A: The thing about this question is that in Catholicism there are what we call Charisms, and then there are the gifts of the Holy Spirit that are received most during the sacrament of Confirmation. I think what you’re referring to is Charisms. The Catechism states that these gifts do exist and are to be used to benefit the Church and our fellow believers: (This is a good website with more detail to the Catholic view of Charisms.)

798 – “The Holy Spirit is ‘the principle of every vital and truly saving action in each part of the Body.’ He works in many ways to build up the Body in charity: …by the many special graces (called ‘charisms’), by which he makes the faithful ‘fit and ready to undertake various tasks and offices for the renewal and building up of the Church.’ [252] ”

799 – “Whether extraordinary or simple and humble, charisms are graces of the Holy Spirit which directly or indirectly benefit the Church, ordered as they are to her building up, to the good of men, and to the needs of the world.”

800 – “Charisms are to be accepted with gratitude by the person who receives them and by all members of the Church as well. They are a wonderfully rich grace for the apostolic vitality and for the holiness of the entire Body of Christ, provided they really are genuine gifts of the Holy Spirit and are used in full conformity with authentic promptings of this same Spirit, that is, in keeping with charity, the true measure of all charisms. [253]”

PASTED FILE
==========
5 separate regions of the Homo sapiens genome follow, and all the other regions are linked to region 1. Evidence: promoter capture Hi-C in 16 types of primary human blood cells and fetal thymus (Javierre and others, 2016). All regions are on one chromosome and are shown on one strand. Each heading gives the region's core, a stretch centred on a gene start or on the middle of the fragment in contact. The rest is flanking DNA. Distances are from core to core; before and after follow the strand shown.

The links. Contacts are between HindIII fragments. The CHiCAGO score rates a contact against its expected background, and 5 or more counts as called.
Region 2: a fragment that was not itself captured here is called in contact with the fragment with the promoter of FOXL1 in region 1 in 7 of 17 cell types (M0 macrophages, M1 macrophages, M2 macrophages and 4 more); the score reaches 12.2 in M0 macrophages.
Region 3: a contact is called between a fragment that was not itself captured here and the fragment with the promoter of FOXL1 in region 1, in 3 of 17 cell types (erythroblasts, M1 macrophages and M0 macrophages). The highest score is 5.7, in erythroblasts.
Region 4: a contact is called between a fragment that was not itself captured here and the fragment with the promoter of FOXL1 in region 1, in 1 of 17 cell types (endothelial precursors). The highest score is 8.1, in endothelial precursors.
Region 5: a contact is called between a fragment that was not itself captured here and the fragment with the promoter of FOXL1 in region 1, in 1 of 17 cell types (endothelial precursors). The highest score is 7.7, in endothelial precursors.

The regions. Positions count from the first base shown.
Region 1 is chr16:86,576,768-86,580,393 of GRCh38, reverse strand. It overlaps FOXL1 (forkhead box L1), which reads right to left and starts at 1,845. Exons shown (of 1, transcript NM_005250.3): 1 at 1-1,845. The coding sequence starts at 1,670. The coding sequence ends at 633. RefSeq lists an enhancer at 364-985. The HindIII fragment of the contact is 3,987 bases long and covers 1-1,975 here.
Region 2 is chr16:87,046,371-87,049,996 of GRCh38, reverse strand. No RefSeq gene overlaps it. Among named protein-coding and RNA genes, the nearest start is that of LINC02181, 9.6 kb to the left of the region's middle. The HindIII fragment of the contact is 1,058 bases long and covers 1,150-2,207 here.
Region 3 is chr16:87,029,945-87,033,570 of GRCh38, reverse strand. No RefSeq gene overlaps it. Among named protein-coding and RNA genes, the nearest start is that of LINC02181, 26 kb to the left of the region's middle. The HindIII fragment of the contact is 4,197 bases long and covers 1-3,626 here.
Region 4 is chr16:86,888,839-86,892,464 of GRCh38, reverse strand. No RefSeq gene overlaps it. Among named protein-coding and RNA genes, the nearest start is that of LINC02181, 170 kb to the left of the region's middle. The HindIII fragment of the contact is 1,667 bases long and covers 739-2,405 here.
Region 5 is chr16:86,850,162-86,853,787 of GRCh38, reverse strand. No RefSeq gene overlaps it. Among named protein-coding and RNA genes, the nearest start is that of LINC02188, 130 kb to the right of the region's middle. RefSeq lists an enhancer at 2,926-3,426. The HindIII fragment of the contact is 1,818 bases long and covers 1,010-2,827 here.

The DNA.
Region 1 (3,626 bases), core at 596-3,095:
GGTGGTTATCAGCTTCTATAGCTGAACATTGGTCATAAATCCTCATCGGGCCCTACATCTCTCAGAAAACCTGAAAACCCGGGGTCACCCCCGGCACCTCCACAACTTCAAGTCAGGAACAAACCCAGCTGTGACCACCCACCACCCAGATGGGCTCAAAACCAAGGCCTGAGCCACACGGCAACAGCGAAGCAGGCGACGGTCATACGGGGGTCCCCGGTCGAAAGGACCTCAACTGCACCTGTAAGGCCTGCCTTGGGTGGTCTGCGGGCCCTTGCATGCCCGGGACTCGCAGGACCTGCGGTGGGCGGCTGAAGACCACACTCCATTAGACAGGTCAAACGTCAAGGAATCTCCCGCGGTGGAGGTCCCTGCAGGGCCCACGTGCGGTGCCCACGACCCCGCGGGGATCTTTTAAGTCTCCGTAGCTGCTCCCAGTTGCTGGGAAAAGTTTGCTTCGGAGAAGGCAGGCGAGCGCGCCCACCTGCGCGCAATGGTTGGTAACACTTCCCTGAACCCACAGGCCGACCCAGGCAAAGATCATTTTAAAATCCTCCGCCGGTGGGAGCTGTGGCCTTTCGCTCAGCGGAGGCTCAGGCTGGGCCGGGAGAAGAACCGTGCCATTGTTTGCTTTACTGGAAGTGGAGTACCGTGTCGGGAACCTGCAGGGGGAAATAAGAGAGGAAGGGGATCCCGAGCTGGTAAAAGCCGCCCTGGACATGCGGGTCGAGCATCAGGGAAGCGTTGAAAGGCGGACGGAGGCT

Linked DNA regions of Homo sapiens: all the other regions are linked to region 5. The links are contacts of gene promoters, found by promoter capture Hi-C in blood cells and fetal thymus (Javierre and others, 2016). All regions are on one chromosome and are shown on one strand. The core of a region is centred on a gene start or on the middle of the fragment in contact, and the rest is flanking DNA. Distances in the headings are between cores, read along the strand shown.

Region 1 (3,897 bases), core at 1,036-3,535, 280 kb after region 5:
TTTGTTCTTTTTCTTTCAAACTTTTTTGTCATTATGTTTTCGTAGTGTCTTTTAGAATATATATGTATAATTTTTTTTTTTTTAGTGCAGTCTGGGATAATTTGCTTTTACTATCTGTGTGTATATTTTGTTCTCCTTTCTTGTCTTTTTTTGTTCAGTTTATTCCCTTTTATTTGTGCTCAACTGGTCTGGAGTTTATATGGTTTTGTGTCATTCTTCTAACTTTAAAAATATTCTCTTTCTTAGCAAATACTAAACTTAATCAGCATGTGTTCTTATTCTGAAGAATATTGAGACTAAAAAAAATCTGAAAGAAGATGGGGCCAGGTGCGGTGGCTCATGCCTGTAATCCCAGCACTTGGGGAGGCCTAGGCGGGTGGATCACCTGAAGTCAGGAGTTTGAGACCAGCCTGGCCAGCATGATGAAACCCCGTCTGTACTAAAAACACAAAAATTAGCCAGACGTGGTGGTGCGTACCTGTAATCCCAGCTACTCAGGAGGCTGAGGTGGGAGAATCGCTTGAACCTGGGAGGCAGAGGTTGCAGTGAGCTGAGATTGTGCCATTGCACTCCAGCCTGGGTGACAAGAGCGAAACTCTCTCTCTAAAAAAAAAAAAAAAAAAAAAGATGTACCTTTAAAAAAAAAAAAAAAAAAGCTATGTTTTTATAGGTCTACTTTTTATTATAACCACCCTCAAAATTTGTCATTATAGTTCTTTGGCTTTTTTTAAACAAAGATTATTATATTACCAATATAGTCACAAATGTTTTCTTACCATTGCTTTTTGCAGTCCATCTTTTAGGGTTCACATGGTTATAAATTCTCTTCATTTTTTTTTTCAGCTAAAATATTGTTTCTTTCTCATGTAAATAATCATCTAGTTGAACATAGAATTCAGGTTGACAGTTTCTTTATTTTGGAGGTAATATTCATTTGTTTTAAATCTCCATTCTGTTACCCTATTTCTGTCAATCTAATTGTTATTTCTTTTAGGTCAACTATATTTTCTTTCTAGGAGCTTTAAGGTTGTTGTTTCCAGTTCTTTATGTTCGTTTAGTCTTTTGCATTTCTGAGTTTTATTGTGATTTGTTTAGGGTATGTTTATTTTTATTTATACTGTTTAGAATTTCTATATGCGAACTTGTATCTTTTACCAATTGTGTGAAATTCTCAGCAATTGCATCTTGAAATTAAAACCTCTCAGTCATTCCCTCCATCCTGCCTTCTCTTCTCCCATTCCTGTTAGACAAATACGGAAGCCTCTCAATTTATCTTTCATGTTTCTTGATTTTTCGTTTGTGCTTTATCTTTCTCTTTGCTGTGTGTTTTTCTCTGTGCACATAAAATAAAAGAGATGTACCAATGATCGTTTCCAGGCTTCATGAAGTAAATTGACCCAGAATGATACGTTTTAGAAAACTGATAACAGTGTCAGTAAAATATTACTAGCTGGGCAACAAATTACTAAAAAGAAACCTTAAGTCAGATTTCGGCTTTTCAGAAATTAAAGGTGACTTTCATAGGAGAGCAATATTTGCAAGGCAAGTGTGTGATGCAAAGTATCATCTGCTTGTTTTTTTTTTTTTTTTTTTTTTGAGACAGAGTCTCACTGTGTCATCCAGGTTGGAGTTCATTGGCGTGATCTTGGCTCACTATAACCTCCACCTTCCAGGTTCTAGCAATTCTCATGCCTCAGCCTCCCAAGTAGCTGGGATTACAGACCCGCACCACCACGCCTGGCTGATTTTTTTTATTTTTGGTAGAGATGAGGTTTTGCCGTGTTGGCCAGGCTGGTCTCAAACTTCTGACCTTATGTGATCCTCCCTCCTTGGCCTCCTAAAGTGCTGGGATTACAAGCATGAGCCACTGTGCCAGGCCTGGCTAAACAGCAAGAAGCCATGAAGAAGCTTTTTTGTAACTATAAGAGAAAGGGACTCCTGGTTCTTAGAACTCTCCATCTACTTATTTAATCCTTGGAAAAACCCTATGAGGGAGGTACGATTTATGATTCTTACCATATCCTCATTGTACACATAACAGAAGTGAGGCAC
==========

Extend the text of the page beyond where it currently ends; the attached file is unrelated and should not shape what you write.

801 – “It is in this sense that discernment of charisms is always necessary. No charism is exempt from being referred and submitted to the Church’s shepherds. ‘Their office [is] not indeed to extinguish the Spirit, but to test all things and hold fast to what is good,’ [254] so that all the diverse and complementary charisms work together ‘for the common good.’ [255] “

This is a good page on the Catholic view of the gifts of the Holy Spirit received at Confirmation. This is a good, deep topic that deserves its own blog post, which I will probably do because it would help even Catholics who confuse the two.

Food for Thought: Have you ever tried discerning your Charism? It’s well worth it!

Ask and Understand: Week 1

Let us more and more insist on raising funds of love, of kindness, of understanding, of peace. The rest will be given. Blessed Mother Teresa of Calcutta

Universal Faith is on a quest for dialogue with people who believe other things, in order to build peace and understanding. We hope and pray to tear down walls of bias that are present in our world.

We know each person is an individual with opinions and questions. In this segment we’ll invite a guest every week to cross paths respectfully as friends.

Our first guest for this segment is a good friend of mine named Tegan. She has answered two questions from an atheist point of view and it was lots of fun talking with her. The original plan was to ask six questions each, but I think the three that we went through here are better thoroughly answered as they are, because they stand on their own and have more depth. Thank you for volunteering, Tegan–hopefully we can do this again soon! -Mariella

We asked:

Q: Why are you an atheist? Specifically, what events in your life led you to draw the conclusion of atheism, and as an atheist what is the driving force that gets you through the tough things in life?

A: There was no events that led me to become atheist, really. I’m an atheist as in I don’t believe in any kind of deity or God or higher being. It’s just that I never believed it was possible.

I’m a really independent person. I don’t like the idea of having someone else having the final say on how your life turns out. I like making all my own decisions and knowing what the consequences of them will be. And I think that everyone’s decisions are their own. The thought of having someone up there dictating what people’s actions will bring makes me feel a bit queasy.